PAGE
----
The discussion last week after my post about the Tucson shooting brought home to me all the more clearly that mental illnesses do not affect “those people” over there, but they affect us. Pejorative labels like “crazy” and “whacko” only reinforce this separation or stigma which hovers over people with mental illnesses. But the people who live with mental illness are not just those with the disease itself, but also their family members, friends, fellow church members, and society as a whole.
We’re in this together, and the more we try to separate the “us” (whoever that may be) from the “them” (people with mental illnesses) the more troublesome the mental illnesses will be. Just as with other disabilities, we have a collective responsibility as a church and as a society to do to others as we would have them do to us.
Harriet Brown was forced to think carefully about stigma after he daughter Kitty was diagnosed with anorexia several years ago. Harriet wrote an insightful memoir published last year about her family’s experiences. Reflecting on stigma she wrote, “Back in the 1600’s, people thought you could catch a mental illness by touching someone who had one. We haven’t come very far from that idea. We treat people with mental illnesses like lepers, stepping over them in the street when their disorders lead to homelessness, poverty, drug addiction; we shun them when they turn out to be people we know. A few psychiatric disorders have lost a little of that stigma—for example, people talk more openly now about depression and bipolar disorder. But with few exceptions we still don’t want to hear about the most severe cases of depression, or about the inner lives of people with schizophrenia or personality disorders. Once the label is slapped on, you enter a world made nightmarish not just by whatever disorder you’ve got but by the stress of being marginalized in a society that fears and loathes any hint of mental differences” (Brave Girl Eating, New York: HarperCollins, 2010, pp. 61).
Our collective responsibility means that we need to understand not only compassion and reflective listening and where to get resources but also how to set appropriate boundaries and even when to make decisions for someone who is not competent to make decisions for herself. Brown describes the “refeeding” program that they did with Kitty to restore her from severe malnutrition that put her into a hospital ICU to good health. And Kitty wasn’t offered much choice about what she would eat or how much.
Brown said that to expect Kitty to be able to decide for herself, when her anorexia was at its worst, what she would eat and when and how much would have been cruel. The voice of “the demon,” as Brown calls Kitty’s anorexia, was much too overpowering in Kitty’s life for Kitty to overcome that voice herself. Brown and her husband Jamie had to make diet and portion decisions for Kitty or she would have died.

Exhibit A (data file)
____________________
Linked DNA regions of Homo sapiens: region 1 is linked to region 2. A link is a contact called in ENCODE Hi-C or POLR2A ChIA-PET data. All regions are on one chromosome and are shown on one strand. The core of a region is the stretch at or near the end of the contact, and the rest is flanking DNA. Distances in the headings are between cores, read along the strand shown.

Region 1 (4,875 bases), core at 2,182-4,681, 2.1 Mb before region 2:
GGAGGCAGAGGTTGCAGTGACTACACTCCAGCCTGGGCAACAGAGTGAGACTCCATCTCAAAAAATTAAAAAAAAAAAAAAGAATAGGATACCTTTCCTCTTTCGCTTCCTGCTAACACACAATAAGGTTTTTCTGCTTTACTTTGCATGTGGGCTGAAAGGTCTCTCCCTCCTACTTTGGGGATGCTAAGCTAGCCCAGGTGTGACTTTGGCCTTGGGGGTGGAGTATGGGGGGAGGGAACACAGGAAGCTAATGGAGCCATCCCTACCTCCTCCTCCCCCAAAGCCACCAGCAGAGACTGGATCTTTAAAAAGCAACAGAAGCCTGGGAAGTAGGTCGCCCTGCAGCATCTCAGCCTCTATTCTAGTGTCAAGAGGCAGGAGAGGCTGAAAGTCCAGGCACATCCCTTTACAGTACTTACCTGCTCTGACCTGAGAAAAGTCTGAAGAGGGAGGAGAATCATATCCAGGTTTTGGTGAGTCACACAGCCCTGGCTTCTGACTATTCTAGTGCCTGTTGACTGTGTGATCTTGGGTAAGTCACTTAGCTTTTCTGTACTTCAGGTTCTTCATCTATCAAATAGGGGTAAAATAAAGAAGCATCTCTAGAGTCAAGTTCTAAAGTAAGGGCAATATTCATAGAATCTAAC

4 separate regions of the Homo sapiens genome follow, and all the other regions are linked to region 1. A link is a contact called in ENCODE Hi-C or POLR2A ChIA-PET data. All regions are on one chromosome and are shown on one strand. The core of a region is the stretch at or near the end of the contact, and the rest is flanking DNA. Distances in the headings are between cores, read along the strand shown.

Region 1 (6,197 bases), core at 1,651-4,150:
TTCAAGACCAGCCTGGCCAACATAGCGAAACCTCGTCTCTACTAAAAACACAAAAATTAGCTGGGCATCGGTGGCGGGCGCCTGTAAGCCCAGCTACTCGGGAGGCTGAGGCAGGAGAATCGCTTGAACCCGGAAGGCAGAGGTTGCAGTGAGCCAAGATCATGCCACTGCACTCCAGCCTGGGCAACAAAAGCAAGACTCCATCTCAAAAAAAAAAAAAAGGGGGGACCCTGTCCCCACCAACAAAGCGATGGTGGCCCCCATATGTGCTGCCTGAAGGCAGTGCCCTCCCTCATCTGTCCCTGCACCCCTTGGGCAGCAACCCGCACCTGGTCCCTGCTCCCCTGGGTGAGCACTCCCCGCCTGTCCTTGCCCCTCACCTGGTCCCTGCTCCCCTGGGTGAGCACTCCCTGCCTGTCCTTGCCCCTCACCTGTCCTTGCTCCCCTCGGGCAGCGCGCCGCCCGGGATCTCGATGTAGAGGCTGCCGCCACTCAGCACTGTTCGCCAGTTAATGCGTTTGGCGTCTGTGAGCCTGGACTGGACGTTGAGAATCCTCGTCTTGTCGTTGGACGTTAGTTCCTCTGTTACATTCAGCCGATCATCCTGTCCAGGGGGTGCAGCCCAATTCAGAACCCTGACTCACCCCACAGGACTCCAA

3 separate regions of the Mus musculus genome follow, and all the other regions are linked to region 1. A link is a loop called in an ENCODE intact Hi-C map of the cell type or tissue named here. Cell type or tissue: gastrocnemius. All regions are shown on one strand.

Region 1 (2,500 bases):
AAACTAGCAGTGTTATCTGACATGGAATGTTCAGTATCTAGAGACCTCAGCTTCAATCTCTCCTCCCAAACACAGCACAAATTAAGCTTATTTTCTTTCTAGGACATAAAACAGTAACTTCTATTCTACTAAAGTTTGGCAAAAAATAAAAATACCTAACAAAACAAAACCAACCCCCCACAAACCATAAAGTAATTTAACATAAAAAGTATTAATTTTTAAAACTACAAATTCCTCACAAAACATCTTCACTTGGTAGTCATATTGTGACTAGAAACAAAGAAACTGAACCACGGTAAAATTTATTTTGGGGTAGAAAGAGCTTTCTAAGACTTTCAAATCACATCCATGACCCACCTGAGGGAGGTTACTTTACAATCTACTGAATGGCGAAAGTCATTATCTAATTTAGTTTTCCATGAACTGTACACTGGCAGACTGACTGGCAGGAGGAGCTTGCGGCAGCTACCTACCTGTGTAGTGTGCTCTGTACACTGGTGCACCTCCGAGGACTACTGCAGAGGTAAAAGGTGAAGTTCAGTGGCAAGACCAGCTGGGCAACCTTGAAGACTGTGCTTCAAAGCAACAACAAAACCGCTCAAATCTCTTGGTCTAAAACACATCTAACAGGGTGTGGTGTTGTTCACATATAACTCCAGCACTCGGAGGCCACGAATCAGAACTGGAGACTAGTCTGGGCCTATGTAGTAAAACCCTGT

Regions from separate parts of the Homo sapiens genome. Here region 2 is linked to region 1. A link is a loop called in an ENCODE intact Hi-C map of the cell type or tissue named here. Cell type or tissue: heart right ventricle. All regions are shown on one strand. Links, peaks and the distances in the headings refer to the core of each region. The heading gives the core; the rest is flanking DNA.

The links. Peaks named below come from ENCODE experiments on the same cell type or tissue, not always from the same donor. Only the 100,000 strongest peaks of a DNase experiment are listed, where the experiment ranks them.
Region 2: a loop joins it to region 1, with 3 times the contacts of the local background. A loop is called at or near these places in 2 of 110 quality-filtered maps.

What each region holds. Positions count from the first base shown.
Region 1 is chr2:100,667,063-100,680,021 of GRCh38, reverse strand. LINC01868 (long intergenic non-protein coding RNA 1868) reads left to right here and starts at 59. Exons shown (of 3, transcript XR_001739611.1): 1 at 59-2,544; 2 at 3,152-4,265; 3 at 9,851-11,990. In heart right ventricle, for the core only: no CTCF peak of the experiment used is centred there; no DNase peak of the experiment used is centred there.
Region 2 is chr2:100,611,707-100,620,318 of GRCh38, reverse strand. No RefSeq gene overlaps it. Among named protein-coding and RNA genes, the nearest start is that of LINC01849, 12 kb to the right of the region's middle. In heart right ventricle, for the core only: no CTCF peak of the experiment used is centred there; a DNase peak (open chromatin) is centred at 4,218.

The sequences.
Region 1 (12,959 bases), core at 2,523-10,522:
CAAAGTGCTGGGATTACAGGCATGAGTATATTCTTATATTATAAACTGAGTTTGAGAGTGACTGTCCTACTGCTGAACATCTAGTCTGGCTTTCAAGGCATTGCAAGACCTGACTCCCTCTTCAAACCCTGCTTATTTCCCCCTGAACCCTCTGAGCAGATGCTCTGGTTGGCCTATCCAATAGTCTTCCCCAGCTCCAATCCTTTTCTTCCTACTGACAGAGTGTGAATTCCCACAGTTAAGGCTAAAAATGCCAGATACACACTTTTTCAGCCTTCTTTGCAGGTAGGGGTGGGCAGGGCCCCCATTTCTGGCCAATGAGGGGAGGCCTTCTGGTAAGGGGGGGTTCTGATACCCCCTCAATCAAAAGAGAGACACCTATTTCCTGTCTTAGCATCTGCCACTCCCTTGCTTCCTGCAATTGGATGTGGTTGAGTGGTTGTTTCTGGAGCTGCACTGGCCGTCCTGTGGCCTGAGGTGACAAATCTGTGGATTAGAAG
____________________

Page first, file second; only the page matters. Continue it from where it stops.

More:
But as hard as it was for the Browns, making nutrition decisions for their eighth grade child is still much less difficult than helping a severely mentally ill parishioner get the help that he needs (as Pastor Randy described in his comments last week). The Browns never held Kitty and forced food into her mouth. But they were still Kitty’s legal guardians. She still lived in their home. They had a lot of say over what she could be allowed to do and what they would not allow her to do. But trying to get help for an adult, who is not a family member, can feel overwhelming as Pastor Randy describes.
What do we do? Here are a few thoughts, and I would love to hear yours as well.
- Pray for people with mental illnesses, their families, for churches, courts, mental health workers, and lawmakers.
- Develop relationships. Let us who are part of the church especially not run away from people living with mental illnesses, but love as Christ first loved us.
- Get informed about mental illness and basic steps to help. A fine new training, Mental Health First Aid, has become available in the US and in Canada in the past few years. Disability Concerns has a some resources as well.
- Get involved in the mental health and political systems. Not everyone’s calling is the same, but I’m am thankful for Christians who serve as counselors, psychologists, psychiatrists, researchers, social workers, case workers, judges, lawmakers and others who seek to live out their Christian commitment in whole or in part in ministering with people with mental illnesses. Some of us may feel called to lobby decision makers for broader and better services for people with mental illnesses and their families.
For far too long people with mental illnesses and their families have stood alone. Has your church found a way to minister well with people living with mental illnesses? What have they done? Do you have other ideas? Please share them.